I am not suggesting that the history and literatures of other countries should be neglected, or that foreign languages should form no part of education. But the main object is to turn out good Englishmen, who may continue worthily and even develop further a glorious national tradition. To do this, we must appeal constantly to the imagination, which Wordsworth has boldly called “reason in her most exalted mood.” We may thus bring a little poetry and romance into the monotonous lives of our hand-workers. It may well be that their discontent has more to do with the starving of their spiritual nature than we suppose. For the intellectual life, like divine philosophy, is not dull and crabbed, as fools suppose, but musical as is Apollo’s lute.
Can we end with a definition of the happiness and well-being, which is the goal of education, as of all else that we try to do? Probably we cannot do better than accept the famous definition of Aristotle, which however we must be careful to translate rightly. “Happiness, or well-being, is an activity of the soul directed towards excellence, in an unhampered life.” Happiness consists in doing rather than being; the activity must be that of the soul—the whole man acting as a person; it must be directed towards excellence—not exclusively moral virtue, but the best work that we can do, of whatever kind; and it must be unhampered—we must be given the opportunity of doing the best that is in us to do. To awaken the soul; to hold up before it the images of whatsoever things are true, lovely, noble, pure, and of good report; and to remove the obstacles which stunt and cripple the mind; this is the work which we have called the Training of the Reason.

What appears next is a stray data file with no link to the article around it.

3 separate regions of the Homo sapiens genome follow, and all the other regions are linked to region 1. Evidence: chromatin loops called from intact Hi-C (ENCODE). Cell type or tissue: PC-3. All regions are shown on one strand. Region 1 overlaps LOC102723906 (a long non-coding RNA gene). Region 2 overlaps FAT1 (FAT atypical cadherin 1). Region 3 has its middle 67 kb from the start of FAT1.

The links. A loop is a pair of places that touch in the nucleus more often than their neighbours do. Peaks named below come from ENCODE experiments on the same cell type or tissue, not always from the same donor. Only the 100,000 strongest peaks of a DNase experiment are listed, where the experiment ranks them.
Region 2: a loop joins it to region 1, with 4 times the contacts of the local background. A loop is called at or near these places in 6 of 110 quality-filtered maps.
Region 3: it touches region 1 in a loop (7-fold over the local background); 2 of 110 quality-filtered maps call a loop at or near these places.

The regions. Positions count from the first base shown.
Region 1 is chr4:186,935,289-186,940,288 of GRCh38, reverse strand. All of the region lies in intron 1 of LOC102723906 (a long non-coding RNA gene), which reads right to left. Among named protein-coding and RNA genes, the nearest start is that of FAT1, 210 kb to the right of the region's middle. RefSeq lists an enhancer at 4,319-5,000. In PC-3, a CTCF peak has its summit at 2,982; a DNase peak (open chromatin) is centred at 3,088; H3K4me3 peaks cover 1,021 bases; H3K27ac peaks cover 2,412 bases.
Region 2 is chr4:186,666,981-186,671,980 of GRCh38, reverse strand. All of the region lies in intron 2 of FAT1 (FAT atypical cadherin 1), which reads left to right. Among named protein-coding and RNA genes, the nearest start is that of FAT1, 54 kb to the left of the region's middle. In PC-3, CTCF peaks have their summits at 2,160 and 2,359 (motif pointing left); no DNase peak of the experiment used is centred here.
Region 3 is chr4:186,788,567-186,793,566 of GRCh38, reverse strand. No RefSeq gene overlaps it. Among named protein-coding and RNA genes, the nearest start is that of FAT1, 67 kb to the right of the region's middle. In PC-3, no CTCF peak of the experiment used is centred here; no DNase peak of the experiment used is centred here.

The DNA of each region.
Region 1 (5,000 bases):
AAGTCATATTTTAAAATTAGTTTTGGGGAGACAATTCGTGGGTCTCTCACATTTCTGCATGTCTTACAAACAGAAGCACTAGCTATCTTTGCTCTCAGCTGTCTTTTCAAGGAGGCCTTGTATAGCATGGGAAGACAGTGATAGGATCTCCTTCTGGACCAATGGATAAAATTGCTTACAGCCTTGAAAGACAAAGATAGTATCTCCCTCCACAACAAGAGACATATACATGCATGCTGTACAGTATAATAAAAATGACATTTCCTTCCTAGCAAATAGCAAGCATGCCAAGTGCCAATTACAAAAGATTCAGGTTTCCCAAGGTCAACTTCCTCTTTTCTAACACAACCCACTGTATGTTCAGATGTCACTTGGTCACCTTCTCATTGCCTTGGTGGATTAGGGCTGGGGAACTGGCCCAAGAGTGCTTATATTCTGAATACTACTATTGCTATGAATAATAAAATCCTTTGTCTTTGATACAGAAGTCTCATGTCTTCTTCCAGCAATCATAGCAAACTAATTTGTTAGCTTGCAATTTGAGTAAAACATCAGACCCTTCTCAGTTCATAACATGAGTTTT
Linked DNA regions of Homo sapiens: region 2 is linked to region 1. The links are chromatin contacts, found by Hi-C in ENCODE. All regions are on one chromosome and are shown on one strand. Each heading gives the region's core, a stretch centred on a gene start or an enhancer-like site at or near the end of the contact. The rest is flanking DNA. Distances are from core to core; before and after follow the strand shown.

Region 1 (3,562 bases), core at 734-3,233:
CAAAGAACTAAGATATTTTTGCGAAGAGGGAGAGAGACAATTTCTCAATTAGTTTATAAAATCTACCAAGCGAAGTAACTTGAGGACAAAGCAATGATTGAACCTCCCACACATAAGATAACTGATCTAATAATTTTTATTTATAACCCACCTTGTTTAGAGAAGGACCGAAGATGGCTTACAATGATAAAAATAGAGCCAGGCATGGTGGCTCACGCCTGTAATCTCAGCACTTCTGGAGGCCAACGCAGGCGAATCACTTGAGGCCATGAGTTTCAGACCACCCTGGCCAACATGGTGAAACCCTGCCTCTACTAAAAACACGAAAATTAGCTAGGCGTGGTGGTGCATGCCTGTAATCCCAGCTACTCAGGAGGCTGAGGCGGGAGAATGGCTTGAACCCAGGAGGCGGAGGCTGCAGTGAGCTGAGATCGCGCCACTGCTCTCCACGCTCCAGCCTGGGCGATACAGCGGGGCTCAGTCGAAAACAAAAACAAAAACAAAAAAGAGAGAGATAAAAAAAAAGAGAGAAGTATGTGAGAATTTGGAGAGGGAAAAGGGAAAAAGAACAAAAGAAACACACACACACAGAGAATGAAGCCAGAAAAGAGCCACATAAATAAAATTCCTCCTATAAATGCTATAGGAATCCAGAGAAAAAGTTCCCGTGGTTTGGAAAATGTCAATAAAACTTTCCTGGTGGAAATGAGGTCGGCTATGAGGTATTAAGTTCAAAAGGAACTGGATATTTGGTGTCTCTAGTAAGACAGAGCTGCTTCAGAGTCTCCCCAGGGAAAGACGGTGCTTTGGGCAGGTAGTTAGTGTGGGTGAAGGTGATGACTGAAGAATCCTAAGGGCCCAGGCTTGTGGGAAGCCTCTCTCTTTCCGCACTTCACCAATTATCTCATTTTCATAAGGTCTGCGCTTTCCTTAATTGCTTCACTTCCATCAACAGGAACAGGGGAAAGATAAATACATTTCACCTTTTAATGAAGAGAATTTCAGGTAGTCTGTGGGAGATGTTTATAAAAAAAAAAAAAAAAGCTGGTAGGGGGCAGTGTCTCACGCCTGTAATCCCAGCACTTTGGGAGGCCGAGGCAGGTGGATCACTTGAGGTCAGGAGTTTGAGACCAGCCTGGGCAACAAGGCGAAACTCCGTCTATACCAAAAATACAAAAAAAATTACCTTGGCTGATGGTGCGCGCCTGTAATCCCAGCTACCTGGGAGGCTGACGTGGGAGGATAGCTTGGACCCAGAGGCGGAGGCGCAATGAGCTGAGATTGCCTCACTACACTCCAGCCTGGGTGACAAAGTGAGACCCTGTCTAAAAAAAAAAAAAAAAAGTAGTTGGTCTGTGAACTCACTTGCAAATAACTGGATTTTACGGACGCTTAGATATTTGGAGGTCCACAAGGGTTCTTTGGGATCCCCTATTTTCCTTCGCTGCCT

THE TRAINING OF THE IMAGINATION
Master of Magdalene College, Cambridge